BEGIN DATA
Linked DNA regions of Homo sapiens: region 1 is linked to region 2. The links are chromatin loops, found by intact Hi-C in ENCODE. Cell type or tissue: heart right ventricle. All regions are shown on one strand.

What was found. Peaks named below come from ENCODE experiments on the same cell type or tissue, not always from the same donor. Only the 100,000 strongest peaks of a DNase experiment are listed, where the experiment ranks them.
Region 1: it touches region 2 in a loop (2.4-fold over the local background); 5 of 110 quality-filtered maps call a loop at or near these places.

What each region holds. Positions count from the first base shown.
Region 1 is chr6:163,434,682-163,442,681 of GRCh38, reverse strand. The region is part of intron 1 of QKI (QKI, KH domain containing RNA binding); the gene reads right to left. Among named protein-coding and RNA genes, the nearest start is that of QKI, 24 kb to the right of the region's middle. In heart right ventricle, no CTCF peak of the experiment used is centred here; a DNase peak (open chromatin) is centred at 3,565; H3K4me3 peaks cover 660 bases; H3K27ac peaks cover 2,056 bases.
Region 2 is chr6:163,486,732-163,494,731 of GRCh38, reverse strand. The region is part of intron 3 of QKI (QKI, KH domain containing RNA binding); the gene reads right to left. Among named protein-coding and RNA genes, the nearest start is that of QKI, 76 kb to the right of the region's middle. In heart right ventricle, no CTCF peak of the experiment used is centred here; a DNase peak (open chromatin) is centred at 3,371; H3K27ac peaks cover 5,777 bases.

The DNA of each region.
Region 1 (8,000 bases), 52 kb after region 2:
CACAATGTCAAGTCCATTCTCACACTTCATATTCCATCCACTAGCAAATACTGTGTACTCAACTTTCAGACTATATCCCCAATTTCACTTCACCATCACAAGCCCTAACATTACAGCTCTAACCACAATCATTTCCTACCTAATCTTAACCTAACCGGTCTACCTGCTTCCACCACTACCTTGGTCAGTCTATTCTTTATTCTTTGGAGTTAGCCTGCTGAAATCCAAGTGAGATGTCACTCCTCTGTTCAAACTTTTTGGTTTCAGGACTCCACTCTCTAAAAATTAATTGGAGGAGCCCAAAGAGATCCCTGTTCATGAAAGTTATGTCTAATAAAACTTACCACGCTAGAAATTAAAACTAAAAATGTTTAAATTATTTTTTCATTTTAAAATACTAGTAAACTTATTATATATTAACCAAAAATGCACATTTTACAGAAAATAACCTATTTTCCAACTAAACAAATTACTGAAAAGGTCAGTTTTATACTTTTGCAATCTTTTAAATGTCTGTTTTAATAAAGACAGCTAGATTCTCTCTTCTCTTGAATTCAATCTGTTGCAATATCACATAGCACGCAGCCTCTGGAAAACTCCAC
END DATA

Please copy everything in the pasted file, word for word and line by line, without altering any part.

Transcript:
Linked DNA regions of Homo sapiens: region 1 is linked to region 2. The links are chromatin loops, found by intact Hi-C in ENCODE. Cell type or tissue: heart right ventricle. All regions are shown on one strand.

What was found. Peaks named below come from ENCODE experiments on the same cell type or tissue, not always from the same donor. Only the 100,000 strongest peaks of a DNase experiment are listed, where the experiment ranks them.
Region 1: it touches region 2 in a loop (2.4-fold over the local background); 5 of 110 quality-filtered maps call a loop at or near these places.

What each region holds. Positions count from the first base shown.
Region 1 is chr6:163,434,682-163,442,681 of GRCh38, reverse strand. The region is part of intron 1 of QKI (QKI, KH domain containing RNA binding); the gene reads right to left. Among named protein-coding and RNA genes, the nearest start is that of QKI, 24 kb to the right of the region's middle. In heart right ventricle, no CTCF peak of the experiment used is centred here; a DNase peak (open chromatin) is centred at 3,565; H3K4me3 peaks cover 660 bases; H3K27ac peaks cover 2,056 bases.
Region 2 is chr6:163,486,732-163,494,731 of GRCh38, reverse strand. The region is part of intron 3 of QKI (QKI, KH domain containing RNA binding); the gene reads right to left. Among named protein-coding and RNA genes, the nearest start is that of QKI, 76 kb to the right of the region's middle. In heart right ventricle, no CTCF peak of the experiment used is centred here; a DNase peak (open chromatin) is centred at 3,371; H3K27ac peaks cover 5,777 bases.

The DNA of each region.
Region 1 (8,000 bases), 52 kb after region 2:
CACAATGTCAAGTCCATTCTCACACTTCATATTCCATCCACTAGCAAATACTGTGTACTCAACTTTCAGACTATATCCCCAATTTCACTTCACCATCACAAGCCCTAACATTACAGCTCTAACCACAATCATTTCCTACCTAATCTTAACCTAACCGGTCTACCTGCTTCCACCACTACCTTGGTCAGTCTATTCTTTATTCTTTGGAGTTAGCCTGCTGAAATCCAAGTGAGATGTCACTCCTCTGTTCAAACTTTTTGGTTTCAGGACTCCACTCTCTAAAAATTAATTGGAGGAGCCCAAAGAGATCCCTGTTCATGAAAGTTATGTCTAATAAAACTTACCACGCTAGAAATTAAAACTAAAAATGTTTAAATTATTTTTTCATTTTAAAATACTAGTAAACTTATTATATATTAACCAAAAATGCACATTTTACAGAAAATAACCTATTTTCCAACTAAACAAATTACTGAAAAGGTCAGTTTTATACTTTTGCAATCTTTTAAATGTCTGTTTTAATAAAGACAGCTAGATTCTCTCTTCTCTTGAATTCAATCTGTTGCAATATCACATAGCACGCAGCCTCTGGAAAACTCCAC